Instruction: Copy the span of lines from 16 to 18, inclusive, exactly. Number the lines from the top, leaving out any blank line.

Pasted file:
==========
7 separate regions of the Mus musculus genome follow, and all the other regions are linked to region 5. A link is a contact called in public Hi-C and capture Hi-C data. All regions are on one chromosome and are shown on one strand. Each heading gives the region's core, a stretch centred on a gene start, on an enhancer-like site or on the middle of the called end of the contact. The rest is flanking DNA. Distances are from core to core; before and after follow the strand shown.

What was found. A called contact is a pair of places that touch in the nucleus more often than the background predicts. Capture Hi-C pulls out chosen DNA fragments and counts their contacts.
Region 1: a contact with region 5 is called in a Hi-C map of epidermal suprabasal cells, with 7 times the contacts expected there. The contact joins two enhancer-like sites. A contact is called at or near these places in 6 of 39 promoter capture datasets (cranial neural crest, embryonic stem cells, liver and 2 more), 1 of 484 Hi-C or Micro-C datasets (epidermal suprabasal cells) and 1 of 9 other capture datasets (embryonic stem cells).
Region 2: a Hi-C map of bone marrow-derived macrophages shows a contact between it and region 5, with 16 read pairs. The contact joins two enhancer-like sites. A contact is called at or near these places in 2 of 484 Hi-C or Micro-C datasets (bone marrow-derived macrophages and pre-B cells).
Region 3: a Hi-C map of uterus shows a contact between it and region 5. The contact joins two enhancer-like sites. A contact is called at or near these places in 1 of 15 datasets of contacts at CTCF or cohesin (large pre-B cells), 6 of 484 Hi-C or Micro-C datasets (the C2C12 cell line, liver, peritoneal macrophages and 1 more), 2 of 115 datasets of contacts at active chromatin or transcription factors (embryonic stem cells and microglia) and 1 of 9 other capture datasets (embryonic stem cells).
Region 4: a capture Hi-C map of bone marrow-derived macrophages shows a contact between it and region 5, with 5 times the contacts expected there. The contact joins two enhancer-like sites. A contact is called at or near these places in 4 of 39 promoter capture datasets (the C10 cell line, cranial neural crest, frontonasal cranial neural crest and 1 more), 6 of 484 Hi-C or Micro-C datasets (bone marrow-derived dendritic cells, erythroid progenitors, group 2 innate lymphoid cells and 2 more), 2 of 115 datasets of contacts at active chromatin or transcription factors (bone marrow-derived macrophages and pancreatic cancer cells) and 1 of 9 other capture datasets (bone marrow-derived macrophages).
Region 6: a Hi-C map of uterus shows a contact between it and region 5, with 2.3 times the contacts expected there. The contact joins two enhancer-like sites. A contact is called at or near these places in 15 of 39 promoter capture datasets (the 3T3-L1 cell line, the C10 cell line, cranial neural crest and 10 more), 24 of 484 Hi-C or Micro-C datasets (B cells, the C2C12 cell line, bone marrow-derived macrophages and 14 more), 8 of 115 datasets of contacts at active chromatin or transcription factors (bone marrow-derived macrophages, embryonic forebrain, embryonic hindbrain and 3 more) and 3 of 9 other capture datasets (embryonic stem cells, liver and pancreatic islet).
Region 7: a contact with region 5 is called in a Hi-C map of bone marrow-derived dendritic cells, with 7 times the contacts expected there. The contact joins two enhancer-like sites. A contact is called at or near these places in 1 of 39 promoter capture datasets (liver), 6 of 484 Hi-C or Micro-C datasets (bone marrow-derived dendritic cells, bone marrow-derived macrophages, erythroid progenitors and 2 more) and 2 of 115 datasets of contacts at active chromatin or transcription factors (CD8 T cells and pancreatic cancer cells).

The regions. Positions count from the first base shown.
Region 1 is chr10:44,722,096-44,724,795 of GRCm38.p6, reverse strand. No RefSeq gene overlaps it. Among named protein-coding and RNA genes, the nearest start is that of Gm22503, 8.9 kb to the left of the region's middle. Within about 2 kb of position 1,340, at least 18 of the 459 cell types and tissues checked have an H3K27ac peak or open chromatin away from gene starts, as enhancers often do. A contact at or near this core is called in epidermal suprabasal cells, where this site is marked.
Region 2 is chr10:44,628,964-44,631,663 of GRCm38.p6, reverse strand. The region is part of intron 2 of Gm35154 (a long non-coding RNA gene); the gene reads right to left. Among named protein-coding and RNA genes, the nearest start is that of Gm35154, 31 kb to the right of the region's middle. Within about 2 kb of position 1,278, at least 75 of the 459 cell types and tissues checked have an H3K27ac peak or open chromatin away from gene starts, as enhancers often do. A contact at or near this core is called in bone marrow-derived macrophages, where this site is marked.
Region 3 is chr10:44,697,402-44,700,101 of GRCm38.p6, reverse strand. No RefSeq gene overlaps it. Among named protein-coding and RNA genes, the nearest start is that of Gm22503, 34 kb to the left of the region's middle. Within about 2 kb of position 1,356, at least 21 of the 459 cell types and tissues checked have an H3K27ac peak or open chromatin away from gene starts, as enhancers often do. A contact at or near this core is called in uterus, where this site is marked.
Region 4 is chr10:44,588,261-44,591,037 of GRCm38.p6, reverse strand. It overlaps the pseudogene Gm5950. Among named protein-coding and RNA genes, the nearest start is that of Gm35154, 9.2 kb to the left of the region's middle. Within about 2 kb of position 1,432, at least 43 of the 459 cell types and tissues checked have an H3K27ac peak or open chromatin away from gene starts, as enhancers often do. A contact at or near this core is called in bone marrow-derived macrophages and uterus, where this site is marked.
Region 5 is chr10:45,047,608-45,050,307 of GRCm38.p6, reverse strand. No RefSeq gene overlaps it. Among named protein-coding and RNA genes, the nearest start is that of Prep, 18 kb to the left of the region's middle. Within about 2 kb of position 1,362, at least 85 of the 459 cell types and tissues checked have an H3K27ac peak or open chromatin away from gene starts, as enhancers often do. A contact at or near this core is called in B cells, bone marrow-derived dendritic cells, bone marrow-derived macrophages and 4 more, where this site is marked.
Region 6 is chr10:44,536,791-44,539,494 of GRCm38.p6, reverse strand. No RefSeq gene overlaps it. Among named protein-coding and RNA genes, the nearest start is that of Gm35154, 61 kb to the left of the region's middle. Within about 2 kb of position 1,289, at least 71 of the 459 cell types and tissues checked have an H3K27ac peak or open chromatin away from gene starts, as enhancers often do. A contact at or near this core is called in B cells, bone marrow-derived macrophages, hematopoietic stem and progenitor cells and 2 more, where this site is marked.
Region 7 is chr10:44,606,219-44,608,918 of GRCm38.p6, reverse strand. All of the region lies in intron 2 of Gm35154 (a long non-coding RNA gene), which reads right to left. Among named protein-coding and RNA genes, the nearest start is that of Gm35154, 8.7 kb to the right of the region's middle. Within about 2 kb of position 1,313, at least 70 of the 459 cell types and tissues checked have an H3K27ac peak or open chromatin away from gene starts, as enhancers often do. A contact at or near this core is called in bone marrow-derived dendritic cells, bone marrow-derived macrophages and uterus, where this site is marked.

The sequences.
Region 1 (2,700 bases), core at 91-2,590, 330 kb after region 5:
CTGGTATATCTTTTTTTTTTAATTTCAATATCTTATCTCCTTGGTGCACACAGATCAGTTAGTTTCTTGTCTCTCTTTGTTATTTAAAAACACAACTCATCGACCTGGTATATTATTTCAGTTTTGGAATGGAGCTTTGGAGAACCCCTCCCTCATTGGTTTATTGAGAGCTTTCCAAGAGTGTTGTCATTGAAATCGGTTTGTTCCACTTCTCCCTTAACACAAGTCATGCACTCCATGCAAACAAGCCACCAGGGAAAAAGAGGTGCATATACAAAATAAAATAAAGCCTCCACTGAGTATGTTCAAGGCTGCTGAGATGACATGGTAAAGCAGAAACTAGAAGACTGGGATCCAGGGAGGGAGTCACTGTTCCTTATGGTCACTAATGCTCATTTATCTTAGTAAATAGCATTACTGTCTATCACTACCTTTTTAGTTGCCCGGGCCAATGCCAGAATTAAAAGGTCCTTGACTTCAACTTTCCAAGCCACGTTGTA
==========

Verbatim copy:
Region 7 is chr10:44,606,219-44,608,918 of GRCm38.p6, reverse strand. All of the region lies in intron 2 of Gm35154 (a long non-coding RNA gene), which reads right to left. Among named protein-coding and RNA genes, the nearest start is that of Gm35154, 8.7 kb to the right of the region's middle. Within about 2 kb of position 1,313, at least 70 of the 459 cell types and tissues checked have an H3K27ac peak or open chromatin away from gene starts, as enhancers often do. A contact at or near this core is called in bone marrow-derived dendritic cells, bone marrow-derived macrophages and uterus, where this site is marked.

The sequences.
Region 1 (2,700 bases), core at 91-2,590, 330 kb after region 5: